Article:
After a brief market recovery in July, stocks lost ground again starting in August. Markets are likely to remain volatile as the Federal Reserve continues to do so. CNBC's Jim Cramer warned investors Friday that the stock market is unlikely to recover any time soon. Three days later, the index fell again by more than 1000 points, demonstrating the fragility of stock market recoveries in the current environment.
Even with the S&P 500 in a bear market, Hodge's concern is that a major slowdown in the pace of economic growth has not yet been fully discounted in stocks, and there will be more volatility as that happens. Both the high-tech NASDAQ composite index (which includes about 3,000 common shares) and the Russell 2000 small-cap stock index fell to a bearish market position earlier in the year. Given the presence of these safety valves, history suggests that the current crisis of confidence in the markets could be much closer to its end than to its beginning. An additional concern going forward will be market fundamentals, such as corporate revenues and profits.
To gain insight into the market outlook, chief investment officer Tom Stevenson will share his thoughts on the next quarter in the latest edition of Investment Insights. The September market performance was a wake-up call for many investors, especially when the August Consumer Price Index (CPI) report showed that inflation had not reached its peak. After briefly exiting “bear market territory”, the S&P 500 and NASDAQ Composite indices fell back to that level and reached their lowest points of the year in September. While the Federal Reserve remains committed to curbing inflation, that task is still incomplete and the midterm elections are fast approaching, and Sheldon believes they will also have an impact on financial markets in October.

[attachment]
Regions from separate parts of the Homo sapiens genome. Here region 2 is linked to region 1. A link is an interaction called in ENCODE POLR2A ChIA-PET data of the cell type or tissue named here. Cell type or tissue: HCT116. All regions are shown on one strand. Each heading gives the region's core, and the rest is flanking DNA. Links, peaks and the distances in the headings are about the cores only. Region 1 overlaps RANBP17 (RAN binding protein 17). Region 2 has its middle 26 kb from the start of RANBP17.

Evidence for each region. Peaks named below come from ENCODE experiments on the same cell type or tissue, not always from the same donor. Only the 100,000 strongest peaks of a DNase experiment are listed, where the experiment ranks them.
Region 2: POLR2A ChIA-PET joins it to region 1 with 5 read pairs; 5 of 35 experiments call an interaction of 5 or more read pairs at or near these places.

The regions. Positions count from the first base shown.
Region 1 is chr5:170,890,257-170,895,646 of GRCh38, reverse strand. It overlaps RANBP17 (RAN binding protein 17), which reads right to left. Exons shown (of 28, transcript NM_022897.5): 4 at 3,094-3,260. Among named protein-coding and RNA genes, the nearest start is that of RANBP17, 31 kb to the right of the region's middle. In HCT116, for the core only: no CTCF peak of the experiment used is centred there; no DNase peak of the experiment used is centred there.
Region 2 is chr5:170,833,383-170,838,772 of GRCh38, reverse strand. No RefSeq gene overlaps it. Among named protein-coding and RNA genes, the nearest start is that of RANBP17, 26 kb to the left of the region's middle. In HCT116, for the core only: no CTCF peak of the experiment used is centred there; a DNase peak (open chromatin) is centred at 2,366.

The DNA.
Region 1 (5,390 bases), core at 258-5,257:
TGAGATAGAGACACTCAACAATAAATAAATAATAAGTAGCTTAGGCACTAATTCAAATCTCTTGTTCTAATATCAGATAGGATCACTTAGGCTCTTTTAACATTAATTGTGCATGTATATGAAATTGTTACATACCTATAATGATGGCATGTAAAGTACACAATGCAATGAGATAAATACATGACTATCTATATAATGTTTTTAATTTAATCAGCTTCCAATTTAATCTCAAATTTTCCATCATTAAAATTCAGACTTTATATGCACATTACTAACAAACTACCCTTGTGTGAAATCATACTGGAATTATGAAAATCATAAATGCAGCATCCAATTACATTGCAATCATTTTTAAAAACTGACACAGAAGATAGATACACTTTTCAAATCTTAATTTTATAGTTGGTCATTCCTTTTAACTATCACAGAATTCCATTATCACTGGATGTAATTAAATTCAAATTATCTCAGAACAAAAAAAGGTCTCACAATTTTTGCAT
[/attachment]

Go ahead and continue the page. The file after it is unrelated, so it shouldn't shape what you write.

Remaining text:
In general, stock markets are usually quick to take into account economic and political events of the day, but doubts continue to linger for some investors. Big Money respondents are relatively negative about the short-term trajectory of financial markets, but optimistic about long-term opportunities, given the most attractive entry points in years for both stocks and bonds. At this point, investors have become accustomed to temporary bear market rebounds that are followed by even more severe losses. Time and again throughout history, a foolproof approach to saving regularly during difficult market periods has rewarded investors in the end, sometimes to a greater extent than if markets had risen broadly.
The most notable factor behind this significant decline in stock prices was the bursting of a stock market “bubble” in technology stock prices, in particular for some early-stage dotcom companies, when investors stopped paying higher prices for companies with little or no profit. In early 2000, an extended bear market began, which persisted until early 2003, following a long-lasting bull market.